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Food & Drink
26th March 2013
Foodies are fond of South-East Asia with Vietnam, Thailand and Malaysia home to a whole host of flavours. But what about Cambodia? Here's how to cook up your own feast at home
Serve: 4, as part of a shared meal
125g snow peas (mangetout)
2 x 300 g (10½ oz) semi-ripe (but not green) mangoes, peeled and julienned
1 handful mixed mint, Vietnamese mint, basil and perilla leaves, sliced
2 tbsp vegetable oil
3 red Asian shallots, thinly sliced
3cm piece of fresh ginger, peeled and julienned
450g large raw prawns (shrimp), peeled and deveined, leaving the tails intact
Juice of 2 limes
1. Bring a saucepan of water to the boil. Add the snow peas and blanch for one minute. Drain, briefly refresh in cold water, then drain again.
2. Slice the snow peas lengthways and place in a mixing bowl. Add the mango and most of the herb leaves, reserving some as a garnish. Set aside.
3. Whisk the dressing ingredients together in a bowl. Season to taste with sea salt and freshly ground black pepper and set aside.
4. Heat a wok over medium heat. Add the vegetable oil and sauté the shallot and ginger for three minutes, or until caramelised. Add the prawns and stir-fry for two minutes, or until just cooked. Stir in the lime juice to deglaze the pan, then season with sea salt and freshly ground black pepper.
5. Add the prawn mixture to the mixing bowl, then pour the dressing over and toss until well combined.
6. Transfer to a serving platter, garnish with the remaining herbs and serve.
2 tbsp vegetable oil
2 garlic cloves, chopped
1 tsp Cambodian chilli paste
30g kampot green peppercorns, or fresh or brined green peppercorns
200g baby squid, cleaned and skinned, cut into 4cm pieces, including the tentacles
½ onion, cut into wedges
¼ green capsicum (pepper), finely sliced
¼ red capsicum (pepper), finely sliced
1 long red chilli, sliced, plus extra sliced chilli to garnish
2 tbsp oyster sauce
2 tbsp fish sauce
2 tsp liquid palm sugar (glossary), or shaved palm sugar (jaggery)
1 tbsp roasted crushed unsalted peanuts
60ml coconut cream
1. Add the vegetable oil, garlic, chilli paste and peppercorns to a hot wok. Stir-fry over medium–high heat for 30 seconds, or until fragrant. Add the squid, onion, capsicums and chilli and stir-fry for a further 1 1/2 –2 minutes.
2. Now add the oyster sauce, fish sauce, palm sugar, peanuts, coconut cream and a pinch of sea salt and stir-fry for a further 11/2 minutes, or until heated through.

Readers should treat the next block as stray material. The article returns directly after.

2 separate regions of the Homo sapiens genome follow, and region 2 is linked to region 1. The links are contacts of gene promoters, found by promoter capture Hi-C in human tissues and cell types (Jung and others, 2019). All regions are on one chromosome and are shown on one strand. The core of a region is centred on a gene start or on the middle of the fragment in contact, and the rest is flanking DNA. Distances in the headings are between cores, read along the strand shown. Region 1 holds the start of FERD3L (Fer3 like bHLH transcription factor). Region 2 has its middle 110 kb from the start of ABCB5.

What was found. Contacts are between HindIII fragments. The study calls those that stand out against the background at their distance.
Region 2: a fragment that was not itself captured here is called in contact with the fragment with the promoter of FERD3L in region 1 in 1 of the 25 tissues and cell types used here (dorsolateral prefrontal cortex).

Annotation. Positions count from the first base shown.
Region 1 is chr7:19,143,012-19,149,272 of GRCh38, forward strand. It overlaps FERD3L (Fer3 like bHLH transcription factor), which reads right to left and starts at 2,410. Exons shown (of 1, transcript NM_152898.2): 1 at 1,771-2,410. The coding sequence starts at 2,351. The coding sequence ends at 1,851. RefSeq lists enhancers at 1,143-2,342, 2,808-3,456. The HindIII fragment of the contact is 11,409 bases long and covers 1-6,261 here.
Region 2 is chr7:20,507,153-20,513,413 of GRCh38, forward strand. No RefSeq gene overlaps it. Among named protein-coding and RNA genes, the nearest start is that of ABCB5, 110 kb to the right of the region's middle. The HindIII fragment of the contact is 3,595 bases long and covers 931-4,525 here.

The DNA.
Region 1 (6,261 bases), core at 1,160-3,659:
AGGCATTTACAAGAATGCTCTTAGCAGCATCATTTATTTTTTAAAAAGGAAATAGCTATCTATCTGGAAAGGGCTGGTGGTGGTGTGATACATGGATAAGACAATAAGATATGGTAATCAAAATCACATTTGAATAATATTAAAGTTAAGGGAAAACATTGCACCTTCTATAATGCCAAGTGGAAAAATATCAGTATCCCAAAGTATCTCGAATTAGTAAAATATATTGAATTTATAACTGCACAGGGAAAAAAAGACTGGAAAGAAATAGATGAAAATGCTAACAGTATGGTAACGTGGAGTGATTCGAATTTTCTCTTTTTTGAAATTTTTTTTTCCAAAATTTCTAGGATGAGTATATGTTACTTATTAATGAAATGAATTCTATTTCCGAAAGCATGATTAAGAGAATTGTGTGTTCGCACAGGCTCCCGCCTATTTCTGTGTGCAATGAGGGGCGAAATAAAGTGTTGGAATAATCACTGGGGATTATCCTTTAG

3. Garnish with extra chilli slices and serve.
Note: To make Cambodian chilli paste, soak 200g seeded large dried chillies in 500ml warm water for ten minutes. Drain, then squeeze out the excess water. Pound the chillies to a paste using a mortar and pestle. Add to a hot wok with one tablespoon vegetable oil and fry over medium heat for three minutes, or until fragrant. Allow to cool, then refrigerate in an airtight container for up to two weeks.
5cm piece of fresh galangal, peeled and finely sliced
10 makrut (kaffir lime) leaves
3 red Asian shallots, finely sliced
3 lemongrass stems, bruised
1 tsp sea salt
1 tbsp oyster sauce
1kg whole chicken
1 tbsp dark soy sauce
330ml can Coca-Cola
Ground white pepper, for sprinkling
Lemon juice, to serve
1. If you can, use a large round clay pot – about five litre capacity – for this recipe. You will need to soak it in water for two hours before using it. If you don’t have a large clay pot, use another pot that is just large enough to hold the chicken, and skip the soaking step.
2. Combine the galangal, makrut leaves, shallot and lemongrass in a bowl. Add the salt and oyster sauce and mix well, then stuff the mixture inside the cavity of the chicken.
3. Brush the soy sauce over the whole chicken. Place the chicken, head down, in the clay pot, then pour half the Coca-Cola into the cavity. Now place the chicken breast side down in the clay pot. Cover the pot and place over a gas burner or charcoal, over medium heat. Cook for 30 minutes.
4. Turn the chicken over, then pour the remaining Coca-Cola over the chicken. Cover and cook for a further 30 minutes, or until the chicken is tender and cooked through.
5. Cut the chicken into quarters, then sprinkle with sea salt and ground white pepper. Serve with the lemon dipping sauce, or lemon juice for drizzling.
These three recipes have been taken from Luke Nguyen's new book Greater Mekong – A culinary journey from China to Vietnam (£25, hardback) published by Hardie Grant and available on Amazon now.
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